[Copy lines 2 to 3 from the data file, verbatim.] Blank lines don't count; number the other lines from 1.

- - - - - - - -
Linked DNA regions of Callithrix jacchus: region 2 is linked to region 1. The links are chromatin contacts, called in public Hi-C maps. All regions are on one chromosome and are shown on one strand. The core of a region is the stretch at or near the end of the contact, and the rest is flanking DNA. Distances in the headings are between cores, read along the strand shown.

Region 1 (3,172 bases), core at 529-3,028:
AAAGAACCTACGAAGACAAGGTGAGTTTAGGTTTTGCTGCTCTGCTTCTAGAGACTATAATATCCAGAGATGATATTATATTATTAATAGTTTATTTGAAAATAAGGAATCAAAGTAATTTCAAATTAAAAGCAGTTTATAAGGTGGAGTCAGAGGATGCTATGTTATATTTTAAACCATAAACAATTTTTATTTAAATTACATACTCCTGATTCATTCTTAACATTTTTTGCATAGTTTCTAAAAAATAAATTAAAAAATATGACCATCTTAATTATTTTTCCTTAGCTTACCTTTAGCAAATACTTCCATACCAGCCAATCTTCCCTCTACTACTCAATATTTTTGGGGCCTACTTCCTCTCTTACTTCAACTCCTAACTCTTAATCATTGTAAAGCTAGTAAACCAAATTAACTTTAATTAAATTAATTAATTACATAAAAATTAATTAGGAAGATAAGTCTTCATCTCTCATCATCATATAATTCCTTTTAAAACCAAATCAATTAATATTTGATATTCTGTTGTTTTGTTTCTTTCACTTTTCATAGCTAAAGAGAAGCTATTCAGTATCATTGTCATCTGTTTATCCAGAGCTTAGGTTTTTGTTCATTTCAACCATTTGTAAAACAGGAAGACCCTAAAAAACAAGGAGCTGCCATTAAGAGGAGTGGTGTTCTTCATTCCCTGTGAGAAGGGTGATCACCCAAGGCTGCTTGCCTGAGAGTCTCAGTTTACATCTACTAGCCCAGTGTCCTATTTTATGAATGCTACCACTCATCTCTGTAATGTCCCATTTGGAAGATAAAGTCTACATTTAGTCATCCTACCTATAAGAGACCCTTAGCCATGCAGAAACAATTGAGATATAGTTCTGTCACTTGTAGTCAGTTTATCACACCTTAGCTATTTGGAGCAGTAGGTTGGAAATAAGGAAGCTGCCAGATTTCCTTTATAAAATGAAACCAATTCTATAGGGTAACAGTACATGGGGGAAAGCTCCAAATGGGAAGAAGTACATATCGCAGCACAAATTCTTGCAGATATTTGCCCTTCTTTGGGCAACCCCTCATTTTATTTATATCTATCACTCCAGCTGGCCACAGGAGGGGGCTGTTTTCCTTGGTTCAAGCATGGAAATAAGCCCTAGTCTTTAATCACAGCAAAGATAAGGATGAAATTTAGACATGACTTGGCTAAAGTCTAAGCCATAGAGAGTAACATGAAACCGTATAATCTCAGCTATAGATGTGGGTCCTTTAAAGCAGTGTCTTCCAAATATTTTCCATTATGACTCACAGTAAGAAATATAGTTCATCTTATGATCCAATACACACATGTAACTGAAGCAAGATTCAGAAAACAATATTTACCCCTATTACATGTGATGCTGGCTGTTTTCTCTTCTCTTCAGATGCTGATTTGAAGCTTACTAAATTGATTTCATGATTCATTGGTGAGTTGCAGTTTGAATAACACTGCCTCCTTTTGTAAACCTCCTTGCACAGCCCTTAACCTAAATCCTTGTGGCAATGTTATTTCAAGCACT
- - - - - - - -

Region 1 (3,172 bases), core at 529-3,028:
AAAGAACCTACGAAGACAAGGTGAGTTTAGGTTTTGCTGCTCTGCTTCTAGAGACTATAATATCCAGAGATGATATTATATTATTAATAGTTTATTTGAAAATAAGGAATCAAAGTAATTTCAAATTAAAAGCAGTTTATAAGGTGGAGTCAGAGGATGCTATGTTATATTTTAAACCATAAACAATTTTTATTTAAATTACATACTCCTGATTCATTCTTAACATTTTTTGCATAGTTTCTAAAAAATAAATTAAAAAATATGACCATCTTAATTATTTTTCCTTAGCTTACCTTTAGCAAATACTTCCATACCAGCCAATCTTCCCTCTACTACTCAATATTTTTGGGGCCTACTTCCTCTCTTACTTCAACTCCTAACTCTTAATCATTGTAAAGCTAGTAAACCAAATTAACTTTAATTAAATTAATTAATTACATAAAAATTAATTAGGAAGATAAGTCTTCATCTCTCATCATCATATAATTCCTTTTAAAACCAAATCAATTAATATTTGATATTCTGTTGTTTTGTTTCTTTCACTTTTCATAGCTAAAGAGAAGCTATTCAGTATCATTGTCATCTGTTTATCCAGAGCTTAGGTTTTTGTTCATTTCAACCATTTGTAAAACAGGAAGACCCTAAAAAACAAGGAGCTGCCATTAAGAGGAGTGGTGTTCTTCATTCCCTGTGAGAAGGGTGATCACCCAAGGCTGCTTGCCTGAGAGTCTCAGTTTACATCTACTAGCCCAGTGTCCTATTTTATGAATGCTACCACTCATCTCTGTAATGTCCCATTTGGAAGATAAAGTCTACATTTAGTCATCCTACCTATAAGAGACCCTTAGCCATGCAGAAACAATTGAGATATAGTTCTGTCACTTGTAGTCAGTTTATCACACCTTAGCTATTTGGAGCAGTAGGTTGGAAATAAGGAAGCTGCCAGATTTCCTTTATAAAATGAAACCAATTCTATAGGGTAACAGTACATGGGGGAAAGCTCCAAATGGGAAGAAGTACATATCGCAGCACAAATTCTTGCAGATATTTGCCCTTCTTTGGGCAACCCCTCATTTTATTTATATCTATCACTCCAGCTGGCCACAGGAGGGGGCTGTTTTCCTTGGTTCAAGCATGGAAATAAGCCCTAGTCTTTAATCACAGCAAAGATAAGGATGAAATTTAGACATGACTTGGCTAAAGTCTAAGCCATAGAGAGTAACATGAAACCGTATAATCTCAGCTATAGATGTGGGTCCTTTAAAGCAGTGTCTTCCAAATATTTTCCATTATGACTCACAGTAAGAAATATAGTTCATCTTATGATCCAATACACACATGTAACTGAAGCAAGATTCAGAAAACAATATTTACCCCTATTACATGTGATGCTGGCTGTTTTCTCTTCTCTTCAGATGCTGATTTGAAGCTTACTAAATTGATTTCATGATTCATTGGTGAGTTGCAGTTTGAATAACACTGCCTCCTTTTGTAAACCTCCTTGCACAGCCCTTAACCTAAATCCTTGTGGCAATGTTATTTCAAGCACT